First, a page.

Thanksgiving is past and Christmas a few days downstream, but there is never a bad or inappropriate time to realize our blessings and give thanks not just for what we have, and are, but also for what we don’t have and are not.
Have you ever in your lifetime viewed an opening sentence that was less pithy than the one I have just laid before your eyeballs and/or brain to ponder and decipher? As one of my city editors, Joe Knack, used to shout at me, “More pith, Driver! For god’s sake, in your opening paragraph, give me less baloney and a lot more pith! Pithy means concise, consequential, brief, and tight!”
That day, it just so happened I was beginning to write a police story. Here’s what I served up:
“That’s the shape they found Spike McCool in last night....”
Pithy enough for you, Joe?
THE FIRST BLESSING I’M AWARE OF today is that I am not Prince Andrew of Great Britain. I’m writing this on Tuesday night, Dec. 3. By the time you read these words the London newspaper headlines may be divided into two schools of sober, non-judgmental thought:
A. “Andrew for King! Hang the Queen!” or
B. “Castrate Andrew, the Seducer of Unsullied Virgins!”
By now you may know the gist of the story. Andrew (said to be Queen Elizabeth’s favorite son) has been a playboy for years. Recently he was accused of dallying, years ago, with an under-age girl. Also, he allegedly spent several days partying in the Manhattan home of billionaire Jeffrey Epstein, even after Epstein was convicted of sexual offenses involving young females.
You and I might be able to survive such a scandal, but a prince cannot. The queen and Prince Charles — who will accede to the throne upon his mother’s death — have banished Andrew from Buckingham Palace and have pulled the plug on all of his official duties. Which, some say, will give Andrew all the more opportunity to live the high life.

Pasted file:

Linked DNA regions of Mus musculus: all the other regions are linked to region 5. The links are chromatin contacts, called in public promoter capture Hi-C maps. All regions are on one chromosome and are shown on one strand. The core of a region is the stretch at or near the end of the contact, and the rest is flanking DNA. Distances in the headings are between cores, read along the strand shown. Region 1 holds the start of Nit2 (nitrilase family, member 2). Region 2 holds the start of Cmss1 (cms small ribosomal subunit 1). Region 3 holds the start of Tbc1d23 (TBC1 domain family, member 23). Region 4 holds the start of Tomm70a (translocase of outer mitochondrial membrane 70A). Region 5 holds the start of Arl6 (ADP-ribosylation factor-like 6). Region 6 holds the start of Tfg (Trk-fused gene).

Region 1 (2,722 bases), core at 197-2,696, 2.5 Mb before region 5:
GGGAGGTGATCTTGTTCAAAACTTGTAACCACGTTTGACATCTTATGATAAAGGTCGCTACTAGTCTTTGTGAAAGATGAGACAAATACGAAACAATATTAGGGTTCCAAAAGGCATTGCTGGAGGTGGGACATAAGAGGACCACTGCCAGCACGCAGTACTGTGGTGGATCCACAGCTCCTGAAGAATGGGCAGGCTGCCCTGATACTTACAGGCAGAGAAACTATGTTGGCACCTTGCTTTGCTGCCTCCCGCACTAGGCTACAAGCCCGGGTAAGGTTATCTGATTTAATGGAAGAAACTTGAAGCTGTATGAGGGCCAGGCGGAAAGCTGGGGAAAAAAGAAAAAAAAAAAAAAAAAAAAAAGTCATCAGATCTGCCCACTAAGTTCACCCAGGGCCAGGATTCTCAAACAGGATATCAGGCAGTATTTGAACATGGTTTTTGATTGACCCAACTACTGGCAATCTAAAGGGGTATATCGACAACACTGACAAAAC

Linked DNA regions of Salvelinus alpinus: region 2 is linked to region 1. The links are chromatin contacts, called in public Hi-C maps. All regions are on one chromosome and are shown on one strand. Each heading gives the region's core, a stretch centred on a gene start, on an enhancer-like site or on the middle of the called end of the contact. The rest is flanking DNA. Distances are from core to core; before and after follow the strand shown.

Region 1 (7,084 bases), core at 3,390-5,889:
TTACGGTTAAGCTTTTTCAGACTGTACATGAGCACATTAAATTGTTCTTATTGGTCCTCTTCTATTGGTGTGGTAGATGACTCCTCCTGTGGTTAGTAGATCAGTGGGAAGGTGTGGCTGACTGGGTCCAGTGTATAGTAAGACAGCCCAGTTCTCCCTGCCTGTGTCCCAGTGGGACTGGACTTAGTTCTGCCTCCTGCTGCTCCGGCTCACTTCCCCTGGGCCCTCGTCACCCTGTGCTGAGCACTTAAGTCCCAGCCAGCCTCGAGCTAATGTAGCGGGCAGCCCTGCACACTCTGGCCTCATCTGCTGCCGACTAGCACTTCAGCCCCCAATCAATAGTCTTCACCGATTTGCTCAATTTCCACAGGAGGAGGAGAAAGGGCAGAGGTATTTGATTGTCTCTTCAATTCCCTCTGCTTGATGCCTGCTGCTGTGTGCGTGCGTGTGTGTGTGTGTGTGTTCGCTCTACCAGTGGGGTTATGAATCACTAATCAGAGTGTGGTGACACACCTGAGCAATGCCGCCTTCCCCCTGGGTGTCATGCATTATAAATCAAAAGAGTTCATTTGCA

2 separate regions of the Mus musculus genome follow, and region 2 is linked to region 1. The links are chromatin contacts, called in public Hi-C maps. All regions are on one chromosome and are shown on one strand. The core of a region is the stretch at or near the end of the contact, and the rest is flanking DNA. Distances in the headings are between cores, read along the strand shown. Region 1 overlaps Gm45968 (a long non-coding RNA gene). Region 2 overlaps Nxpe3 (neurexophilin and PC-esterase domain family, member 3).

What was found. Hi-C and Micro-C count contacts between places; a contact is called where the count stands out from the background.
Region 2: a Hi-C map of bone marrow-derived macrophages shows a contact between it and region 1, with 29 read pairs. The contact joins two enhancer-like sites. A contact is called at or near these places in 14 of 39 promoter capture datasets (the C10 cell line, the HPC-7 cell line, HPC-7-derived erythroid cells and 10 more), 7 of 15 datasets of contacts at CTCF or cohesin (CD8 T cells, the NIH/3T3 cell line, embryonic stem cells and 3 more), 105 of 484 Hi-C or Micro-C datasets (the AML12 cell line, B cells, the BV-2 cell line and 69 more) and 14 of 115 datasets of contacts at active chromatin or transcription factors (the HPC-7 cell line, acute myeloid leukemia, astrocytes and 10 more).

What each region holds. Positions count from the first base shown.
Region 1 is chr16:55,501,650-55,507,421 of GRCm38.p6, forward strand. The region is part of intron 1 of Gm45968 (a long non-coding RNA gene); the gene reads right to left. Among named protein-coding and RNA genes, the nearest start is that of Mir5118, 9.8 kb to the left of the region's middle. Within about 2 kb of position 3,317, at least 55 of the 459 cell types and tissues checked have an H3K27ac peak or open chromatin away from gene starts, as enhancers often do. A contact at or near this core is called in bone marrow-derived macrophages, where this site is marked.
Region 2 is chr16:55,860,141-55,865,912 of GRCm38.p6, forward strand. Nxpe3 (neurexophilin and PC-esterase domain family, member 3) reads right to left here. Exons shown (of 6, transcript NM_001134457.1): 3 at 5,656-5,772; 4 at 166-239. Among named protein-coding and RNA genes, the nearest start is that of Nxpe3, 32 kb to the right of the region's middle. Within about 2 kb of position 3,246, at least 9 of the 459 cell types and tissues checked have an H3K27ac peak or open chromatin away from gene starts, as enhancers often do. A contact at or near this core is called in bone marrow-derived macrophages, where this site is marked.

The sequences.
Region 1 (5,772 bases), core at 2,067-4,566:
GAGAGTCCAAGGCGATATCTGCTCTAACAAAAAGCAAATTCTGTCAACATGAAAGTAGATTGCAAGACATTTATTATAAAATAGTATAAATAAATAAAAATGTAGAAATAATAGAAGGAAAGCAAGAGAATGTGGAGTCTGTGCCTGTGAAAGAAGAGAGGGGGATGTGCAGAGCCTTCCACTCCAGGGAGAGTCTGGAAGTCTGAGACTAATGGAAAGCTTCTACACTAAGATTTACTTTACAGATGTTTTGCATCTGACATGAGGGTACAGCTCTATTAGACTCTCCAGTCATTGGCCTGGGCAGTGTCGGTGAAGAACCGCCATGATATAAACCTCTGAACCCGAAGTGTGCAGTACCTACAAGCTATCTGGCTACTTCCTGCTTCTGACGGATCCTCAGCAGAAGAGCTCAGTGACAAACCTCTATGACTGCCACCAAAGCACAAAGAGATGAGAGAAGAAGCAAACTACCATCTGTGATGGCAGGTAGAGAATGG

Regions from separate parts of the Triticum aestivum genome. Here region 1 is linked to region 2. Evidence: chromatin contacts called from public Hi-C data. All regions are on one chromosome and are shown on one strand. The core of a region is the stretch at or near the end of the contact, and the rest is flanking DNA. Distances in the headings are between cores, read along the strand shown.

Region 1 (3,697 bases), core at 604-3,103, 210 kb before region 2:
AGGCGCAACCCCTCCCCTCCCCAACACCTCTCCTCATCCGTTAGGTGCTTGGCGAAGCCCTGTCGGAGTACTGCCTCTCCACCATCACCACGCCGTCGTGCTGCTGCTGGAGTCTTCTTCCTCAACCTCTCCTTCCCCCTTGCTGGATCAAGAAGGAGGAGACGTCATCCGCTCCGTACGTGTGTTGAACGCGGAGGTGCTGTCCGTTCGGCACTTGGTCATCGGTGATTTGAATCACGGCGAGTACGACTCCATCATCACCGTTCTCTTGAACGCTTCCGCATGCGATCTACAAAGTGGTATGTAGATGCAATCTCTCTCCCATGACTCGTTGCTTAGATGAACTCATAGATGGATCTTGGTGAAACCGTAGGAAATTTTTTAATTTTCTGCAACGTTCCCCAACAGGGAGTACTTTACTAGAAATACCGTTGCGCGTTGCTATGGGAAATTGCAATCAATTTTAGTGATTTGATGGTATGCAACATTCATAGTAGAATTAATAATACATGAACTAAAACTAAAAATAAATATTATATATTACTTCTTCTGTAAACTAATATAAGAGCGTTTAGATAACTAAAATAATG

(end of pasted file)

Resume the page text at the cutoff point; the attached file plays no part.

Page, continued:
I can’t judge Andrew’s guilt or innocence in all of this, but I’m still thankful I’m not Andrew or anyone else of renown. Obscurity has many blessings.
Shall we return to other realms of thankfulness? Such as the snow shovel, and whoever invented it. I was grateful for my own shovel this week as I dug my car out of the 15 or so inches of snow that fell on much of New England. As I worked, I wondered what devices blizzard victims used in ancient times to clear necessary pathways through snow. Wooden planks? Garden hoes? If you know, please tell me.
I’m thankful for the skilled and dauntless men and women in any clime who drive snowplows into and after a storm. Also, the police officers and rescue workers who assist wrecked or injured motorists. Let’s not forget the postal workers, slip-sliding on treacherous sidewalks to bring us holiday cards from Aunt Gert in Omaha.
In any weather, a list of gratitude-worthy servants should include trash collectors, salespersons, cashiers, janitors, security guards, editors, surgeons, nurses, proof-readers, cops, pharmacists, commuters, cooks, male/female food servers, mayors, judges, bailiffs. The job titles are endless. They all may serve to keep our nut-house world whirling on track.
How can you and I express our shared humanness to anyone we know, work with, or merely pass on the street? Try this: Look them in the eye; smile; say “hello” or its equivalent. You’ll have opened the door. Fate will take it from there.
That’s it. Class dismissed. Please forgive this essay’s lack of pithiness. Happy holidays to all of you.